Home > 2011 > Mortgages > More Consumers Turn to Short Sales on Underwater Homes

More Consumers Turn to Short Sales on Underwater Homes

Advertiser Disclosure Comments 0 Comments

More Consumers Turn to Short Sales on Underwater HomesShort sales – selling a home for less than it’s worth as a means of avoiding foreclosure – are growing more popular, and becoming easier to complete, according to a report from the San Jose Mercury News. Just a year ago, such a transaction was a lengthy process, because it required bank approval. But now, a government program designed to help those who dropped out of federal loan modification programs is streamlining the process.

[Related: Short Sales, Foreclosures and Your Credit Score]

The Home Affordable Foreclosure Alternatives program mandates that banks respond to an offer for a short sale within 45 days, the report said. It encourages this by giving the institutions financial incentives and providing $3,000 in relocation assistance for the troubled homeowners.

As a result, short sales are becoming increasingly common in areas especially affected by declining home prices, the report said. In April, short sales accounted for 18.6 percent of all existing home sales in California’s Bay Area, up from 17.6 percent the year prior and 12.9 percent in April 2009.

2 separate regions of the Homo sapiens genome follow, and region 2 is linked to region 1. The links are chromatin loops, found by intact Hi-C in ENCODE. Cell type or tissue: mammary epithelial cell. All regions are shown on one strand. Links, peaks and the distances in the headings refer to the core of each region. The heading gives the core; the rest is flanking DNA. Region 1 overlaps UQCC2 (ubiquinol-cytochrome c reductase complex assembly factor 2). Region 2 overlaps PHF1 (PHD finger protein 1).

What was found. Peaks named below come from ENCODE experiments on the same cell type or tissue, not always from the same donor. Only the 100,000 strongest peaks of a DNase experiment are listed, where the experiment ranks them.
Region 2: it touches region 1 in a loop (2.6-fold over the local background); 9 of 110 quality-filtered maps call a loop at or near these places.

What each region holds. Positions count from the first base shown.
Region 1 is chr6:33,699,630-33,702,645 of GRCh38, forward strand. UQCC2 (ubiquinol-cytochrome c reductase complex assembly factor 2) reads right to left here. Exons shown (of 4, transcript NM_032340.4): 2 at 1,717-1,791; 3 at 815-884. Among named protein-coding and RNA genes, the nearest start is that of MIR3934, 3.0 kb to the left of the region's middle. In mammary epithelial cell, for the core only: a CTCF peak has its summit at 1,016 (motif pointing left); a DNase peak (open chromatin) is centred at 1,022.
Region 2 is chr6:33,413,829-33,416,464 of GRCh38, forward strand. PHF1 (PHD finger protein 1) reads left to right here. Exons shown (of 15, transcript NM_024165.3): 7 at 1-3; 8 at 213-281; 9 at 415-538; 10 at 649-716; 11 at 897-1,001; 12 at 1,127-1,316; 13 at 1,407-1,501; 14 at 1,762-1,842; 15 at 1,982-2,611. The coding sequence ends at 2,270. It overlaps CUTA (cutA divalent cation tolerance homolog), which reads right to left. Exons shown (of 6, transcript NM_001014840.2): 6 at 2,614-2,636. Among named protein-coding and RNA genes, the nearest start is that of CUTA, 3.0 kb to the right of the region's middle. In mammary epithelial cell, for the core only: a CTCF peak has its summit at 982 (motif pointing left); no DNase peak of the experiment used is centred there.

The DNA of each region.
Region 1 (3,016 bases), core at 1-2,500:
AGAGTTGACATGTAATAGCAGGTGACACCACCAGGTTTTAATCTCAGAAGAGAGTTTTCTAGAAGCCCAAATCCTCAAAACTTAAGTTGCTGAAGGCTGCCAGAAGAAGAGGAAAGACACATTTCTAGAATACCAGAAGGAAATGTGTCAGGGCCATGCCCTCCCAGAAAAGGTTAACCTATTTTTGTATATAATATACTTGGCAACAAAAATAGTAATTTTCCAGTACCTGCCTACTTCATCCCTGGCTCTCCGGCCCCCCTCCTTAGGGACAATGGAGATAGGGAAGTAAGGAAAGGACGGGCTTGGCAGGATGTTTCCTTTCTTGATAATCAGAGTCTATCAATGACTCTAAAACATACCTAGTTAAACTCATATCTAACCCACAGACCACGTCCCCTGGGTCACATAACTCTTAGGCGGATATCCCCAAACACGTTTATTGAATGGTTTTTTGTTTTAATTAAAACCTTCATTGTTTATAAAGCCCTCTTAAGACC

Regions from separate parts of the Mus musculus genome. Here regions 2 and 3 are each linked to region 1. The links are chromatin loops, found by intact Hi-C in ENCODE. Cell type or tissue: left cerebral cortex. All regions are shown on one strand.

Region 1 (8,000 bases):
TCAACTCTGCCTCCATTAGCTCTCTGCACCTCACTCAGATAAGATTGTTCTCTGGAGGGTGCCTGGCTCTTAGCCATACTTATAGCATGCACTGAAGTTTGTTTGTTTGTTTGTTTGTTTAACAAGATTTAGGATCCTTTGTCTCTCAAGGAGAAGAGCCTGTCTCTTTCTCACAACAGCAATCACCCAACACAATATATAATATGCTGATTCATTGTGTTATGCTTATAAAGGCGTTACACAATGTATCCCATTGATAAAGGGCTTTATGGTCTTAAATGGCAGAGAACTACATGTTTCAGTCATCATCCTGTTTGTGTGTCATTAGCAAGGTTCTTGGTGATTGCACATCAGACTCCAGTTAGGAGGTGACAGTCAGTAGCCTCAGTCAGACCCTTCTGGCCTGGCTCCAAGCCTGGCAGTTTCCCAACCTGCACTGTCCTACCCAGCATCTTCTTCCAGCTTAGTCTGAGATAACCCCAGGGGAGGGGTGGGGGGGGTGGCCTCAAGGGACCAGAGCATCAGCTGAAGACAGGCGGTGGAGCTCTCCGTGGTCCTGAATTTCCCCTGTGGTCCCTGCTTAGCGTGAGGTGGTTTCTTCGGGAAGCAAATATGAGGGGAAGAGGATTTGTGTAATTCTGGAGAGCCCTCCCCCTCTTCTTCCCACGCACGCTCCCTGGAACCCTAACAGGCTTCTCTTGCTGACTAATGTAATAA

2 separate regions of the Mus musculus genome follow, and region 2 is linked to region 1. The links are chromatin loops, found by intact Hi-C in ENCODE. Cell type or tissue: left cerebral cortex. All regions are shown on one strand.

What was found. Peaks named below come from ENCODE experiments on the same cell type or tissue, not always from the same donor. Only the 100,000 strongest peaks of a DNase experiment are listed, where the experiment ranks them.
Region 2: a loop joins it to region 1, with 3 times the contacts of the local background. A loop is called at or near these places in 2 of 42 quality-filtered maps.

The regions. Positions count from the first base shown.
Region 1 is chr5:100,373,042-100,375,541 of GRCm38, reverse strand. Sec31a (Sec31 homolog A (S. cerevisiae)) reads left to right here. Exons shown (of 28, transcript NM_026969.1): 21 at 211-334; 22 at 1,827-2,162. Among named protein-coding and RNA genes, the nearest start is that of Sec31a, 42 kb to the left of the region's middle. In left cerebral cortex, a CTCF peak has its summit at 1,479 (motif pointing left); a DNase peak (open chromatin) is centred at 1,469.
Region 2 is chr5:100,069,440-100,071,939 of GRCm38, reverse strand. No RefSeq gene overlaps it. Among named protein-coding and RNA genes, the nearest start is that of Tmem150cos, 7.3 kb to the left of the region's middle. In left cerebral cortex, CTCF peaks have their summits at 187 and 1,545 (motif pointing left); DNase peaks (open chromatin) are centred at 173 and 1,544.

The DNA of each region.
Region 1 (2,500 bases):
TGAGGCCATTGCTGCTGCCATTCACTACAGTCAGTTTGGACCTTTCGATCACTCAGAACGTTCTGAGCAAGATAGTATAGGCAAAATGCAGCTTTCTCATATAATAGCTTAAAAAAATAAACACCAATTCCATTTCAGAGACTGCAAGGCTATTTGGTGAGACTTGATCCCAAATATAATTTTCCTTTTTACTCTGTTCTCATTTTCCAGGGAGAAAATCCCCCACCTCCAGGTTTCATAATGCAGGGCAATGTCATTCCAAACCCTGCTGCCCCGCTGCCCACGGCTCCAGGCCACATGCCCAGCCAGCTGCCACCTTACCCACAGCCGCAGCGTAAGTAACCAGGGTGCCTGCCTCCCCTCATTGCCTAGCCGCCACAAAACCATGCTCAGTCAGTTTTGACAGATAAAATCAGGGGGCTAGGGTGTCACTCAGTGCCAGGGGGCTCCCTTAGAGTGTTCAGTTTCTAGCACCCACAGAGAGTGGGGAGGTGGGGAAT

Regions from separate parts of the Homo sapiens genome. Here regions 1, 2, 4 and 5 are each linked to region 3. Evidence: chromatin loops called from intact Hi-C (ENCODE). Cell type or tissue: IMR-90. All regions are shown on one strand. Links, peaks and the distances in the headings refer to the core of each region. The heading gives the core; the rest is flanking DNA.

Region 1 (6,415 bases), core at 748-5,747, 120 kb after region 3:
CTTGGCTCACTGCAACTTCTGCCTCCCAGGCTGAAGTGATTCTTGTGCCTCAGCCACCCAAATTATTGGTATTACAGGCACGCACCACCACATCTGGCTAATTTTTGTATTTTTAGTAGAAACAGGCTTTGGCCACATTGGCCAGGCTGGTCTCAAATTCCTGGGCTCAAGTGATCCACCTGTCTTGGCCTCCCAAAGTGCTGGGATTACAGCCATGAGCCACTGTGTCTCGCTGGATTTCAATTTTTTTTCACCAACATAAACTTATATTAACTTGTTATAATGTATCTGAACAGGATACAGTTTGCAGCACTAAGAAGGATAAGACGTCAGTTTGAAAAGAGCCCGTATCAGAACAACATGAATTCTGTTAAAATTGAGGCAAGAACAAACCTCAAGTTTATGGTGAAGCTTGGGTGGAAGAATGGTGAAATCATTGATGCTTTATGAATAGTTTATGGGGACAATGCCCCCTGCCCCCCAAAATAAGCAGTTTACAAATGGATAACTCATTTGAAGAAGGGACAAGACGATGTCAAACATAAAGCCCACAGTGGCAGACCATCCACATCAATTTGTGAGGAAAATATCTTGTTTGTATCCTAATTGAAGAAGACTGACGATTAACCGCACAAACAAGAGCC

However, short sales can also be problematic for some homeowners because such a transaction can have a severe negative impact on consumers’ credit scores. This is because their mortgage lender may have to forgive at least part of their debt.

[Featured Tool: Get your free Credit Report Card from Credit.com]

Comments on articles and responses to those comments are not provided or commissioned by a bank advertiser. Responses have not been reviewed, approved or otherwise endorsed by a bank advertiser. It is not a bank advertiser's responsibility to ensure all posts and/or questions are answered.

Please note that our comments are moderated, so it may take a little time before you see them on the page. Thanks for your patience.

Certain credit cards and other financial products mentioned in this and other articles on Credit.com News & Advice may also be offered through Credit.com product pages, and Credit.com will be compensated if our users apply for and ultimately sign up for any of these cards or products. However, this relationship does not result in any preferential editorial treatment.